Interesting post on Larry Hurtado’s blog today. It addresses primarily the question of the skills that should be expected of a PhD grad in NT, but it has relevance even for MDiv work. Here’s the heart of his comments:

It is indispensable to be able to read Koine Greek well. That means a good knowledge of grammar, a decent working vocabulary, and as much experience reading different texts as one can develop. Also Hebrew. Latin is highly desirable too, but not as essential for biblical studies.

The computer products on the market today are wonderful, but there is perhaps a growing danger of students relying on them and not learning the languages. With some products, you can simply boot up and it will do everything: parse words, translate, etc. But the PhD student shouldn’t use these as substitutes for developing the language abilities.

Likewise, every PhD student should be able to consult and engage relevant scholarly publications in English, German and French (which are the main languages of NT scholarship).

I also insist that every PhD student should be familiar with the Nestle-Aland Greek NT, including its apparatus, and show awareness of any significant textual variants in passages studied. [Emphasis added.]

Read the rest of it here.

The discussion is focused on PhD grads, but I think that several of these ought to be expected of MDiv grads before they either begin doctoral study or begin ministry. In that category I’d list the ability to read Koine Greek and also to be capable of working with Hebrew. Most importantly, I echo his sentiments regarding the dangers of “the computer products on the market today” as well as the “danger of students relying on them and not learning the languages.” It’s an unpopular view, I suspect, but I think such tools ought to be banned from first year language study. (They are in my classes.) Their use should be taught in second year, preferably in a course on exegetical method. It would be foolish (IMHO!) to attempt serious exegesis without using such tools, but a student will never use them well unless they know well the language in question first. We have some superb tools available (Accordance being, perhaps, the best, with BibleWorks close behind [though with an interface only a geek could love!], and even Logos can do some helpful language things), but assuming that someone can produce valid language conclusions without knowing the language is like expecting someone to write a thesis or dissertation on the language of Beowulf who must rely on an English translation.*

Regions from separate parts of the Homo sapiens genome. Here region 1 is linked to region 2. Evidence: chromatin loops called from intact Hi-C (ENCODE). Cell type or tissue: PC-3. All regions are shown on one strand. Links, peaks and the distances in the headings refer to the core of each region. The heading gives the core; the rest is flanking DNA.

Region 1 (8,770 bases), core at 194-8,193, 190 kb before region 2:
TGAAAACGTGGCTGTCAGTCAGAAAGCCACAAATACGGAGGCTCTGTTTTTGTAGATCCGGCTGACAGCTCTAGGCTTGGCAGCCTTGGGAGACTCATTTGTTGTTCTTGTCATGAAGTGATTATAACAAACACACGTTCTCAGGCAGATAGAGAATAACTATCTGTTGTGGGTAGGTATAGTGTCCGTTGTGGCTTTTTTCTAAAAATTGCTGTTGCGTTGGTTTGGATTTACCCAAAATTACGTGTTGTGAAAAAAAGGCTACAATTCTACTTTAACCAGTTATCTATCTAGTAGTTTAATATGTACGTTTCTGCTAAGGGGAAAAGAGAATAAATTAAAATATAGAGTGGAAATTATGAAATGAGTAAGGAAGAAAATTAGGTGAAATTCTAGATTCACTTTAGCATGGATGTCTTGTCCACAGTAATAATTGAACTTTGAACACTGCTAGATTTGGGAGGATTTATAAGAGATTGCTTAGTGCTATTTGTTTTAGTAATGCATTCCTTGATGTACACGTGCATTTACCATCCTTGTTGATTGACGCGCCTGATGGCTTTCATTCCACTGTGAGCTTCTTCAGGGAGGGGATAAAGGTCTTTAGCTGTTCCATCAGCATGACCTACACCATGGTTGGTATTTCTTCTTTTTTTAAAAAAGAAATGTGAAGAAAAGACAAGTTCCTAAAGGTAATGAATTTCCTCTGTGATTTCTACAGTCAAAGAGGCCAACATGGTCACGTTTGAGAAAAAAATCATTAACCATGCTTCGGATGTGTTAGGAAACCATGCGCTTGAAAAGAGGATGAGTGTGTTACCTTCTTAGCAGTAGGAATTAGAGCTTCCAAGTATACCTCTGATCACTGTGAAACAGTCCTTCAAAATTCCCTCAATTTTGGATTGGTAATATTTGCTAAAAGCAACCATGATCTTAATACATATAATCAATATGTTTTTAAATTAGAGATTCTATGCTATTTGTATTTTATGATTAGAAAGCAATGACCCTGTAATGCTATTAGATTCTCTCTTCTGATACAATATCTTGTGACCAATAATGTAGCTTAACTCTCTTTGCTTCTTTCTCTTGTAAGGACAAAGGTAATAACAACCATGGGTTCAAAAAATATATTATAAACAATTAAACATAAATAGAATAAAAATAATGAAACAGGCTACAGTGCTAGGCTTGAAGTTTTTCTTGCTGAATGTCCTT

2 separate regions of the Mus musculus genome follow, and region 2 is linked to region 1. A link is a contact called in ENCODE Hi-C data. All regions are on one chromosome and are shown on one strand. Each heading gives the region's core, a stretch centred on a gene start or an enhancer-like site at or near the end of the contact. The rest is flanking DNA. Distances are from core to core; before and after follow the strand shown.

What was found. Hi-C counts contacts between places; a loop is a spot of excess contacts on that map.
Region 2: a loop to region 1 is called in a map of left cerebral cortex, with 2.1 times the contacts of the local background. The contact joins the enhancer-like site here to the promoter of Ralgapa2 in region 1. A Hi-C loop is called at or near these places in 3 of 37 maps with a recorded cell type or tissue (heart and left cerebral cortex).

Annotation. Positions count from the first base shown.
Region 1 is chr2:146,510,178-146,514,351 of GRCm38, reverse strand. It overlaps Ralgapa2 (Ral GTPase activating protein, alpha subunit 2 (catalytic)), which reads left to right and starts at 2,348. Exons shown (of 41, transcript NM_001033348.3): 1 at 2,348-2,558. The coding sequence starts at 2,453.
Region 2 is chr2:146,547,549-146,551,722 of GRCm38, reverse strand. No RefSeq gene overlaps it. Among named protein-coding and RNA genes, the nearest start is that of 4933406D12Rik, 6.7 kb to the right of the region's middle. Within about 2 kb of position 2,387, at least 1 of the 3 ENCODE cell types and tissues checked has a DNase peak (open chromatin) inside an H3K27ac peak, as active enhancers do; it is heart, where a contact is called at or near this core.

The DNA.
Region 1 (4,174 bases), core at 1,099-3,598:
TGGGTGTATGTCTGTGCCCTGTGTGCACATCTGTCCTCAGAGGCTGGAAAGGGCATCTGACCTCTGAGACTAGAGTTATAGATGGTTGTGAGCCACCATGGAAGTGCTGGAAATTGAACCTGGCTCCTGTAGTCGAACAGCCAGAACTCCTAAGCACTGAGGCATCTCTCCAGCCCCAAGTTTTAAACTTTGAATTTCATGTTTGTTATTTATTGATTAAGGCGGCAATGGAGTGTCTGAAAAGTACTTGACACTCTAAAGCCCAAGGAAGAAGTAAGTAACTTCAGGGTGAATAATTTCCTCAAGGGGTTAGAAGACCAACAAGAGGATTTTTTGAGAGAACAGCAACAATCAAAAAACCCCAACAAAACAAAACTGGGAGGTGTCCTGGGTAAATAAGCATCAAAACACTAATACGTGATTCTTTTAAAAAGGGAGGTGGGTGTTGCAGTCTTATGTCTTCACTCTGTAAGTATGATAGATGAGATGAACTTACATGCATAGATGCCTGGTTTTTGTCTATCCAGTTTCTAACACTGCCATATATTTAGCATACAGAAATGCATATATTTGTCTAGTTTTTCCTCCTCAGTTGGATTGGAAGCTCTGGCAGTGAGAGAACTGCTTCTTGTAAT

HT, Carl Conrad on b-greek

[*Yes, I know, Beowulf was written in English—Old English—which can’t be read without studying Old English.** Yes, a student could write a report about Beowulf without Old English, but that isn’t the analogy that I used.]